Thursday, March 23, 2006

Do animals go to heaven?

Do animals go to heaven? I ran a couple web searches on this question, it's an enormous topic. Lots of people want to know, lots are quite certain one way or another. Discussion threads running to 50 pages. Books for adults & for children. Entire websites dedicated to Christian-0riented pet bereavement. Does a beloved pet go to heaven whether or not the pet owner gets in? How about wild animals? Only mammals? How about birds, fish, snakes, spiders? So what if conservative protestant ministers don't like the idea; they base their message on the premise that since hardly anyone's being saved anyway, why should animals - who can't even be "born again" or tithe the church much less vote Republican - receive a bye? It's those "liberal" churches that have animal blessing Sundays. Not wanting to be a sentimentalist, I asked a Franciscan, since members of that order would be the most favorably disposed toward animal salvation, if it could be theologically squared with Catholic doctrine. Our Franciscan gives us an "I don't know" with a wink. Fair enough. But this blog likes the Francis from Assisi. So I tried a Jesuit, John A. Hardon (yep), 'cause they don't mess around & they also drove my Dad out of the Church before he graduated NYC Xavier high school. Father Hardon says, " Pets, as pets, do not go to Heaven. But animals and such like beings may be said to be brought to Heaven..." He also speaks to the controversial matter of pets wearing religious medals. I made up my own mind a long time ago after seeing a classic Twilight Zone episode.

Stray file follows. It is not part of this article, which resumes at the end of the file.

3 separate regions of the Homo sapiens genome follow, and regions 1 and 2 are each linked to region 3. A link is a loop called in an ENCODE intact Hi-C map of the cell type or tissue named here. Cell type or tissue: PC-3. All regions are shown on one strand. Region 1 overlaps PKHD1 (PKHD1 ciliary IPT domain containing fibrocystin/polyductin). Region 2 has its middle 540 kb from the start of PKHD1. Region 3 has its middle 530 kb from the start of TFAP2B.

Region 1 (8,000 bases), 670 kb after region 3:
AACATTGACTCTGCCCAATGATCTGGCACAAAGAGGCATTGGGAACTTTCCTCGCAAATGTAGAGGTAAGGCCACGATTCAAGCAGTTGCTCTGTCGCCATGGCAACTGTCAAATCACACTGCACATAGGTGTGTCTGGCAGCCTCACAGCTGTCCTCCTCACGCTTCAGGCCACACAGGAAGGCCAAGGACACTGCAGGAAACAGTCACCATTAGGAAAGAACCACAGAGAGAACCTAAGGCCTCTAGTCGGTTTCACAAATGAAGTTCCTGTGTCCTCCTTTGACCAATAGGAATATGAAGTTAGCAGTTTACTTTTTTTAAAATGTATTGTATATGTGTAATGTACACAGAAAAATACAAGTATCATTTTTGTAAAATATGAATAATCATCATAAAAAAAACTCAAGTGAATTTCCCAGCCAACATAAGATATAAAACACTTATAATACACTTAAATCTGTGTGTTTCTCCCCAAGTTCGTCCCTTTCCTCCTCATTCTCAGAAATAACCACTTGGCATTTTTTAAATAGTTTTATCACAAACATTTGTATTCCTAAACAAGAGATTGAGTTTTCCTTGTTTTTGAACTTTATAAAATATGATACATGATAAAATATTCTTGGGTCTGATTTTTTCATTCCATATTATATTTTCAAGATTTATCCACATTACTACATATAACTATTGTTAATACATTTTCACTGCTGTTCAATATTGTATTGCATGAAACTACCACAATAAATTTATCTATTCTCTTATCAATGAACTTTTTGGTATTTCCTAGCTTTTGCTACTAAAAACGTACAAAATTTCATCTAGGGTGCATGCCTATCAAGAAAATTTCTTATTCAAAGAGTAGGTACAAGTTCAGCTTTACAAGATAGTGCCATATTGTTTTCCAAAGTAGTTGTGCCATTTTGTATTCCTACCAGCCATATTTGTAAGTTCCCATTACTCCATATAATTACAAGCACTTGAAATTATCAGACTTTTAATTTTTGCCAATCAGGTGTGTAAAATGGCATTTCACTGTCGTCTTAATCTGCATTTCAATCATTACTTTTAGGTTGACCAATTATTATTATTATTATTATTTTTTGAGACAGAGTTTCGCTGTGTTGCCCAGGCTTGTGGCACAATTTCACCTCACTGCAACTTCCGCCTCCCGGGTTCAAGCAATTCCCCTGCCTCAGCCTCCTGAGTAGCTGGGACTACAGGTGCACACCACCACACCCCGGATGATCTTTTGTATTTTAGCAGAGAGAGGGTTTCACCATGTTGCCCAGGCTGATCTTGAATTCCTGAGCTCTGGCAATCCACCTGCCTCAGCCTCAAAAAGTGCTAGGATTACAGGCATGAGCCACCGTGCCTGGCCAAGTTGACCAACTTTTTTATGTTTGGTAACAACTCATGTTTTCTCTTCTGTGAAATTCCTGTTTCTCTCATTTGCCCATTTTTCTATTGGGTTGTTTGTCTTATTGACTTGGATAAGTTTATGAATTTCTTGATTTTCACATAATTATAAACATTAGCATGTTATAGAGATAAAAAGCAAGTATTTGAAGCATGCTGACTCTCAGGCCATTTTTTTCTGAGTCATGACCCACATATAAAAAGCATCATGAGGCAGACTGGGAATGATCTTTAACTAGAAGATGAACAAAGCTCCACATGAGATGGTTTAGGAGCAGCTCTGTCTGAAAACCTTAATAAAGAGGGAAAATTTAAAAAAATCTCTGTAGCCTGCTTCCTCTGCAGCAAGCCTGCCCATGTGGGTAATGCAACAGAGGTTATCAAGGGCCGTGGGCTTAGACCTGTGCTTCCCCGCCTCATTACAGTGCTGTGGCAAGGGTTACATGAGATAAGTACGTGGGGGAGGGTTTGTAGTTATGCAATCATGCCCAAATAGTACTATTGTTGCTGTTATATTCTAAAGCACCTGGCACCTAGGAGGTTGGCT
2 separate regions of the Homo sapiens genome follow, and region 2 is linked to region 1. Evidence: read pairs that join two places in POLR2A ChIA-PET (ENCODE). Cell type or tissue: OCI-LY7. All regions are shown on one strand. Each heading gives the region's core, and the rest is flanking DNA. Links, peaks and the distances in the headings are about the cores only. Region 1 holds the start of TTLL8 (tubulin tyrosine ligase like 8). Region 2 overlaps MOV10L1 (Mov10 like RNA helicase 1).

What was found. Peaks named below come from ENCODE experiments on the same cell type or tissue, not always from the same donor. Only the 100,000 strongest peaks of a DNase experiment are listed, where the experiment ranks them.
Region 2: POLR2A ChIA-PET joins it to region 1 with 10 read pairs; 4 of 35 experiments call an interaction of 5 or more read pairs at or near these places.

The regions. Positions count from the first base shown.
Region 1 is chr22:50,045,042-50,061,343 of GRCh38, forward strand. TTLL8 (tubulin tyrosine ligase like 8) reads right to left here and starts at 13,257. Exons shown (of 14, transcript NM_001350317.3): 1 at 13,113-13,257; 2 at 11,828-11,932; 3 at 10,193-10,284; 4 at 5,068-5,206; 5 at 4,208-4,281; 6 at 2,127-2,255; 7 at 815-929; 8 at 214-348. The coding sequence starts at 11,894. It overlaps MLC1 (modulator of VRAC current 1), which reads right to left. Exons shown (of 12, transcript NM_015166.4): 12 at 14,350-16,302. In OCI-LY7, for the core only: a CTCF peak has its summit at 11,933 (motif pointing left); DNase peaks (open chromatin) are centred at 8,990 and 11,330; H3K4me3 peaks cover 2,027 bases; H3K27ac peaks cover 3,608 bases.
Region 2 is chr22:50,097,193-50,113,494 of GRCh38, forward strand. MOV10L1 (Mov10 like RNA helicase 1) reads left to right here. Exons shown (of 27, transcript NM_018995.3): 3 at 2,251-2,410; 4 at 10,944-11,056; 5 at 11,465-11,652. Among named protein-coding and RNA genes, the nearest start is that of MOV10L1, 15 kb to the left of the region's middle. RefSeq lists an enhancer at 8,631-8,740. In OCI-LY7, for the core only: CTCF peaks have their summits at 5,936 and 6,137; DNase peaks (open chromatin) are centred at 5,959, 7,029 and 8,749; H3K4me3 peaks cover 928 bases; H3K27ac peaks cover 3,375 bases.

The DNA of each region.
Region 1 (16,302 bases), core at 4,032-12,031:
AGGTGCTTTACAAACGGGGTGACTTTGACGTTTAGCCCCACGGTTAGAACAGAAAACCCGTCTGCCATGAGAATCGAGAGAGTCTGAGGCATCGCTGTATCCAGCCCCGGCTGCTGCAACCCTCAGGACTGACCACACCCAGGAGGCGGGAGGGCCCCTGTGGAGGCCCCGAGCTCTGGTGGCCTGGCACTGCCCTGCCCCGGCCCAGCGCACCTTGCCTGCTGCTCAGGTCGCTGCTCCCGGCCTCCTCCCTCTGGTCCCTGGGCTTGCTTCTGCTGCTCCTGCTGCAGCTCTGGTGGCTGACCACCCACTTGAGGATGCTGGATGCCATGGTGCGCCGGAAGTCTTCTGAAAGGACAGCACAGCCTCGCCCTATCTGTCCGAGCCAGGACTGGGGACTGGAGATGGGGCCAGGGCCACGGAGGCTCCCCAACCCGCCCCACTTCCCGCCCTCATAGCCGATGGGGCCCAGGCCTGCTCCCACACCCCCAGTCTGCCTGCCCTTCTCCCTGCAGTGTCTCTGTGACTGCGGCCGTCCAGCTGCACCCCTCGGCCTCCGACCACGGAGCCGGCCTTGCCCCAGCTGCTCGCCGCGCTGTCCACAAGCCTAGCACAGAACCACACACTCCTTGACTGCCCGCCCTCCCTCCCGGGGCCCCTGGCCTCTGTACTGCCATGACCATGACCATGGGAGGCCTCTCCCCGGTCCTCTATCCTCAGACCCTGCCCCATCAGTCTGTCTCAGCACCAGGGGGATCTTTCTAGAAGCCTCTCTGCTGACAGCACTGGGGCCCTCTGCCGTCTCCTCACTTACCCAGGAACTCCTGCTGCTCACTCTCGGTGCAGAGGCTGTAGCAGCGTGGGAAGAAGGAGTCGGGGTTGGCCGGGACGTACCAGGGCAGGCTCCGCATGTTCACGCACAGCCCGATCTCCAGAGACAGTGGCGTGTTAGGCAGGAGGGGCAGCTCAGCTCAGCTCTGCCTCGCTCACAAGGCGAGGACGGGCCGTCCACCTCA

Wednesday, March 22, 2006

Excellent interview with Chalmers Johnson.
Militarily, we've got an incoherent, not very intelligent budget. It becomes less incoherent only when you realize the ways it's being used to fund our industries or that one of the few things we still manufacture reasonably effectively is weapons. It's a huge export business, run not by the companies but by foreign military sales within the Pentagon.